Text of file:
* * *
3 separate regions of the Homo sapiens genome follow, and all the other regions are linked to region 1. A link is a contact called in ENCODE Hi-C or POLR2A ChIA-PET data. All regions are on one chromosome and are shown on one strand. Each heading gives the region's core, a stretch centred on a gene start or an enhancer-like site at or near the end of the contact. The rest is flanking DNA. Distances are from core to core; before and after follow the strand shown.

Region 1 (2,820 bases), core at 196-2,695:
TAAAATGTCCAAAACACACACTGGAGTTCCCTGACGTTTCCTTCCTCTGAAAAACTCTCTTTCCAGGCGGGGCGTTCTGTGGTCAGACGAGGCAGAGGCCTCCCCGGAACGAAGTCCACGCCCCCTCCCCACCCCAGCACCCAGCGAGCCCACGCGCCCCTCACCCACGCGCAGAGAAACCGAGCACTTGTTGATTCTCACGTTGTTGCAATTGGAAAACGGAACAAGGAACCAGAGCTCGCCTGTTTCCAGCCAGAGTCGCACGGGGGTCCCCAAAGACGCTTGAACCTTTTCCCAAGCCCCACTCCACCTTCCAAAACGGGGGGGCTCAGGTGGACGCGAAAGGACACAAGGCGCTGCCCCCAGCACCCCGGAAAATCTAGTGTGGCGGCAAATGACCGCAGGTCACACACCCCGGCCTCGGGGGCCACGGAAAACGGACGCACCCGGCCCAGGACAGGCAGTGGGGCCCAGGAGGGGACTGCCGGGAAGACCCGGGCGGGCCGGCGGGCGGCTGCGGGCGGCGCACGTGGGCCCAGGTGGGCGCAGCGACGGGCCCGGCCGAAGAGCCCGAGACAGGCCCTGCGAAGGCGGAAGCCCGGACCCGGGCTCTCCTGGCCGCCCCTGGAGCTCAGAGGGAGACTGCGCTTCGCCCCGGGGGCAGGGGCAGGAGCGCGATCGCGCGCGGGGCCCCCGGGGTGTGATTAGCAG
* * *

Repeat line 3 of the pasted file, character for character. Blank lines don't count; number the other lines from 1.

TAAAATGTCCAAAACACACACTGGAGTTCCCTGACGTTTCCTTCCTCTGAAAAACTCTCTTTCCAGGCGGGGCGTTCTGTGGTCAGACGAGGCAGAGGCCTCCCCGGAACGAAGTCCACGCCCCCTCCCCACCCCAGCACCCAGCGAGCCCACGCGCCCCTCACCCACGCGCAGAGAAACCGAGCACTTGTTGATTCTCACGTTGTTGCAATTGGAAAACGGAACAAGGAACCAGAGCTCGCCTGTTTCCAGCCAGAGTCGCACGGGGGTCCCCAAAGACGCTTGAACCTTTTCCCAAGCCCCACTCCACCTTCCAAAACGGGGGGGCTCAGGTGGACGCGAAAGGACACAAGGCGCTGCCCCCAGCACCCCGGAAAATCTAGTGTGGCGGCAAATGACCGCAGGTCACACACCCCGGCCTCGGGGGCCACGGAAAACGGACGCACCCGGCCCAGGACAGGCAGTGGGGCCCAGGAGGGGACTGCCGGGAAGACCCGGGCGGGCCGGCGGGCGGCTGCGGGCGGCGCACGTGGGCCCAGGTGGGCGCAGCGACGGGCCCGGCCGAAGAGCCCGAGACAGGCCCTGCGAAGGCGGAAGCCCGGACCCGGGCTCTCCTGGCCGCCCCTGGAGCTCAGAGGGAGACTGCGCTTCGCCCCGGGGGCAGGGGCAGGAGCGCGATCGCGCGCGGGGCCCCCGGGGTGTGATTAGCAG